Several months ago I was on my way to central London to run some errands. Since the weather was not too bad, I decided to ride my bike to the station and take the train.
I rode my urban bike, Red Arrow, to Watford Junction railway station, and secured it safely at the modern cycle park, equipped with specially installed CCTV cameras and lighting. But when I returned—you guessed it—my bike was gone. Having lost my job during the COVID-19 pandemic, I could not afford to buy a new one.
When I got back home, the phone rang. It was Douglas, a grandpa I had adopted several years ago. As soon as I told him what had happened, he said, “I’m going to buy you a new bike.” I thanked him for the generous offer, but secretly decided not to take him up on it. I put him off for several months, until he finally said, “Tomorrow we are going to the store to buy your bicycle.”
The night before, I had checked the store’s website and found a beautiful Dutch-style bike, with a leather saddle and a basket at the front. It was love at first sight—until I saw the price! I decided to say nothing. The next day, as we walked into the store, Douglas suggested we start with a look around. Suddenly he pointed to a bike and said, “That one! Do you like it?” My heart skipped a beat. It was exactly the one I wanted. Douglas bought it immediately, not minding the price.
I must confess that I often treat God the way I treated Douglas. I act as if settling for less and having “practical” dreams is a great spiritual achievement, the pinnacle of humility. However, if my experience is anything to go by, not daring to dream is not about humility, but about hiding. It is emotional cowardice. Often enough we kill our great desires, when dreaming of and believing for great desires are the true acts of faith!
What if Douglas had chosen a different bike? I might have said, Well, maybe that was God’s will! But what if God wants to give you exactly what you dream, but instead of taking a risk, you bury your desire? I was scared, so I hid my talent in the ground (see Matt. 25:25). Remember him?
Throughout this process Anne, one of my best friends, kept telling me: “Ask for what you really want! God does not do half miracles.” I have a lot to learn from her. Although Anne does not always get what she asks for, she is not afraid to ask. We honor God when we dream, and ask, and approach Him truly alive, not numbed by cynicism or anesthetized against all hope.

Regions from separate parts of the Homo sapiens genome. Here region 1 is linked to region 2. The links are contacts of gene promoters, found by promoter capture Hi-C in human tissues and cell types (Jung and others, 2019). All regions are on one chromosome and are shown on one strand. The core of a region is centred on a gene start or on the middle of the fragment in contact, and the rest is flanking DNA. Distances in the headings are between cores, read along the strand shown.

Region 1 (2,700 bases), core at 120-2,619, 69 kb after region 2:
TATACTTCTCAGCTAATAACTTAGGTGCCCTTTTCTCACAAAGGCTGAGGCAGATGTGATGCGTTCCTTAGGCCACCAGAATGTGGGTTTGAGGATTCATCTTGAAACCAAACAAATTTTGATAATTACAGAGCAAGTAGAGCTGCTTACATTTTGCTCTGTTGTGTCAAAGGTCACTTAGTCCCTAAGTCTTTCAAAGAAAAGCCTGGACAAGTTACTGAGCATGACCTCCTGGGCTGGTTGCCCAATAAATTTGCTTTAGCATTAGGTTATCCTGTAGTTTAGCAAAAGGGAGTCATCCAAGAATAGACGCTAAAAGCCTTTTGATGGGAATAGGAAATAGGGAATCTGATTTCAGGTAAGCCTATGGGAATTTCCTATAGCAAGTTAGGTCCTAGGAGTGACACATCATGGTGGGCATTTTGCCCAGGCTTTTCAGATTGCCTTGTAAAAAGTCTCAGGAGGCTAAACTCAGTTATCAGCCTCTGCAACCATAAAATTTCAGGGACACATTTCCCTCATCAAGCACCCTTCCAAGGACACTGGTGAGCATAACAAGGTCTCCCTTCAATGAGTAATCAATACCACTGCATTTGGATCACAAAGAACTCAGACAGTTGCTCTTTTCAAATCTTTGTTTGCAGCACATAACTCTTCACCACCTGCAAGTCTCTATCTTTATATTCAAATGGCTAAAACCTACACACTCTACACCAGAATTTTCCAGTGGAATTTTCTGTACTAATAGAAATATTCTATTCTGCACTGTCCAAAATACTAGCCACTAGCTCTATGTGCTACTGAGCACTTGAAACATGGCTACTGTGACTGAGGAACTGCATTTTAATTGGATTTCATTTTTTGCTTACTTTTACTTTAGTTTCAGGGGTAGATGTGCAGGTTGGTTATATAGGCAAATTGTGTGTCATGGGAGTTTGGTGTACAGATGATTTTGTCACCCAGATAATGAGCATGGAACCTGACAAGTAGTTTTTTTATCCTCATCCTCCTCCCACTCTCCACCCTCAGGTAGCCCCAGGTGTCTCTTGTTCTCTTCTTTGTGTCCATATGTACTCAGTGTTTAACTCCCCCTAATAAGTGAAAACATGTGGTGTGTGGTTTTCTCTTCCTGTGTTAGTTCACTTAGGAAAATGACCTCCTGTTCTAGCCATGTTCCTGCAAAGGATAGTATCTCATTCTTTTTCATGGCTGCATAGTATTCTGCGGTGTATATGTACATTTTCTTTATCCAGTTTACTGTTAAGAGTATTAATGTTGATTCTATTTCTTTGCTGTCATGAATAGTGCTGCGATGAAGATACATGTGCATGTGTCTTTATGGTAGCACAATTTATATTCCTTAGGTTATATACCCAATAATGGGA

We deceive ourselves when we think that dreaming small will prevent us from suffering. For the less we choose to feel, the feebler our passion. To be fully alive, our hearts need dreams, a degree of risk and adventure.
“But what about contentment?” someone asks. Aren’t we supposed to be content no matter the circumstances? Here’s what I think: If God tells you to put your dream on the altar and sacrifice it, you must do exactly that. If He doesn’t, then keep dreaming and believing. Why organize funer- als for dreams God never told us to bury? We let go far too soon because hoping hurts.
So how can we hold on to our dreams when the waiting seems endless and God seems mute? By remembering that Jesus enters our pain and, in doing so, redeems and sanctifies it. The story of Lazarus’ resurrection is a great example of this. Jesus was late on purpose because He had a better plan. However, He recognized that His tardiness had caused a lot of pain. In fact, I think Jesus was picturing all of us. His prophetic eyes saw the accumulated years of waiting and hopelessness of all humanity. He saw you and me wondering if God had forgotten us. And rather than numbing His heart and running away from the pain, rather than saying “Stop making a fuss; I am about to resurrect this man,” Jesus chose the courage to feel and to weep. Only after acknowledging and honoring our pain did Jesus resurrect Lazarus.
This is the source of our hope: We serve a God who cries with us. Emmanuel waters the seeds of our courage with His own tears. We don’t dream again based on the illusion that nothing will ever go wrong.
Faith is not an insurance policy against all risks. We dream because we know that even if we do not receive what we wanted, our pain will never be wasted.
What do you want? Before healing blind Bartimaeus, Jesus asked him a seemingly unnecessary question: “What do you want me to do for you?” (Mark 10:51, NIV). If Jesus were to ask you the same today, what would you answer? I believe that one of the most profoundly spiritual things I’ll ever do is the two-step act of figuring out what I want and mustering the courage to go for it, rather than covering my lack of self-awareness with fake humility. Jesus wants me to know and own my needs and dreams. This means untangling myself from other people’s expectations. It means stilling myself long enough to breathe and hear my own God-inspired thoughts. It means trusting my intuition, something I was conditioned to doubt for years. And it means taking risks and making mistakes. All of which feels very uncomfortable and impossible to control. Moreover, our hopes and fears are too often the result of wondering what people think; of burying our dreams and desires so deep that we no longer even know who we really are.
So I ask you again: What do you want? There is nothing remotely spiritual about not dreaming, not asking, or never risking a thing. Being a Christian is not mainly about safety and practicality. Go ahead, dare to dream! God is calling you to an adventure of faith with Him. The journey will involve mistakes and uncertainty, but it is worth embarking on. Go ahead and dream. Trust Him enough to ask for something only God can do.
So, “be strong,” “take heart,” and “hope in the Lord” (Ps. 31:24, NIV).
Vanesa Pizzuto is a communication specialist; she lives and works in England.